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The story I wanted to share with you today is my challenge as an Iranian artist, as an Iranian woman artist, as an Iranian woman artist living in exile. Well, it has its pluses and minuses. On the dark side, politics doesn't seem to escape people like me. Every Iranian artist, in one form or another, is political. Politics have defined our lives. If you're living in Iran, you're facing censorship, harassment, arrest, torture -- at times, execution. If you're living outside like me, you're faced with life in exile -- the pain of the longing and the separation from your loved ones and your family. Therefore, we don't find the moral, emotional, psychological and political space to distance ourselves from the reality of social responsibility.
Oddly enough, an artist such as myself finds herself also in the position of being the voice, the speaker of my people, even if I have, indeed, no access to my own country. Also, people like myself, we're fighting two battles on different grounds. We're being critical of the West, the perception of the West about our identity -- about the image that is constructed about us, about our women, about our politics, about our religion. We are there to take pride and insist on respect. And at the same time, we're fighting another battle. That is our regime, our government -- our atrocious government, [that] has done every crime in order to stay in power. Our artists are at risk. We are in a position of danger. We pose a threat to the order of the government.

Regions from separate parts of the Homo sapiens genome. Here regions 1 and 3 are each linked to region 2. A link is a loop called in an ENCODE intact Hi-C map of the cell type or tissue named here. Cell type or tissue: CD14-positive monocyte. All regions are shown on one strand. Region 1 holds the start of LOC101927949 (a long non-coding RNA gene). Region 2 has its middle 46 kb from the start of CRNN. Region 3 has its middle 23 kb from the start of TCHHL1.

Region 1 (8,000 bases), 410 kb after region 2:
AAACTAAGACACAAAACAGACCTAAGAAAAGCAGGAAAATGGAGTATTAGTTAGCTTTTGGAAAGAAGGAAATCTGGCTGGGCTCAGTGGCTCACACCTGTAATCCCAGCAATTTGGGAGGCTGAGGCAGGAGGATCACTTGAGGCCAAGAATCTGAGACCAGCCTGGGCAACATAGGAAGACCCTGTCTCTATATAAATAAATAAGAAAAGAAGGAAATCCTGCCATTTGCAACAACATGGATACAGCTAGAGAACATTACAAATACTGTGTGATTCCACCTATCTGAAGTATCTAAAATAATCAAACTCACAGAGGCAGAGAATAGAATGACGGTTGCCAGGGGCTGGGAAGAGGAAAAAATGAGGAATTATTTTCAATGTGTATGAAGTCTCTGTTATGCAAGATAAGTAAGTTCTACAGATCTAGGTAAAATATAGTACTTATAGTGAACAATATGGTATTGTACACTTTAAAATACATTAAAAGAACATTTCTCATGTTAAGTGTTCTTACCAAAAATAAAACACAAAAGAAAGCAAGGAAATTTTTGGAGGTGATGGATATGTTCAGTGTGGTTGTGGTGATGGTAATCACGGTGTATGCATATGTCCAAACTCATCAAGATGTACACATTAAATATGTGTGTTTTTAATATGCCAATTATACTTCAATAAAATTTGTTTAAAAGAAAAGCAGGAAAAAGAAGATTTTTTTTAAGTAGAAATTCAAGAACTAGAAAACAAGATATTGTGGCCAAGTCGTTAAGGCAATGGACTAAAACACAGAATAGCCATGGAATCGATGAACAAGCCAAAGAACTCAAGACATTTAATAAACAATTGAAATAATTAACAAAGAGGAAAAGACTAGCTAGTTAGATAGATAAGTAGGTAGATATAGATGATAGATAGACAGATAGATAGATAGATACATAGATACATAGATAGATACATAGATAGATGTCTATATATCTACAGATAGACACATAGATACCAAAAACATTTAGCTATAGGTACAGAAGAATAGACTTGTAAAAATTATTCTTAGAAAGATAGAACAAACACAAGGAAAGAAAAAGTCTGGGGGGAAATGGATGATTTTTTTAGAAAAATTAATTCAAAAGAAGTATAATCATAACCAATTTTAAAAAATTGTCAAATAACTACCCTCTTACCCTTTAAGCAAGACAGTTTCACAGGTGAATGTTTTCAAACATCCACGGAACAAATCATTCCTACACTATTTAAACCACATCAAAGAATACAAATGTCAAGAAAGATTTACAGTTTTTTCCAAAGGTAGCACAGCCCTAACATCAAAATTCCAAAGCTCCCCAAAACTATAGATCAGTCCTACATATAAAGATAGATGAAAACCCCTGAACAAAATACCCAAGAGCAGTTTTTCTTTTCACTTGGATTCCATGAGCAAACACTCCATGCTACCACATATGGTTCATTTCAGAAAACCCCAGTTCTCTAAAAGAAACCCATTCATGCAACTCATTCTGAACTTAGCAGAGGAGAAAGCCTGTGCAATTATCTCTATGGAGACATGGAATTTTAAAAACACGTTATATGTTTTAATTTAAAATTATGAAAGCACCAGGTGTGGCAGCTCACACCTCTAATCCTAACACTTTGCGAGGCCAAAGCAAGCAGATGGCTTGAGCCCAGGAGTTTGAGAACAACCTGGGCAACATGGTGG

But ironically, this situation has empowered all of us, because we are considered, as artists, central to the cultural, political, social discourse in Iran. We are there to inspire, to provoke, to mobilize, to bring hope to our people. We are the reporters of our people, and are communicators to the outside world. Art is our weapon. Culture is a form of resistance. I envy sometimes the artists of the West for their freedom of expression. For the fact that they can distance themselves from the question of politics. From the fact that they are only serving one audience, mainly the Western culture. But also, I worry about the West, because often in this country, in this Western world that we have, culture risks being a form of entertainment. Our people depend on our artists, and culture is beyond communication.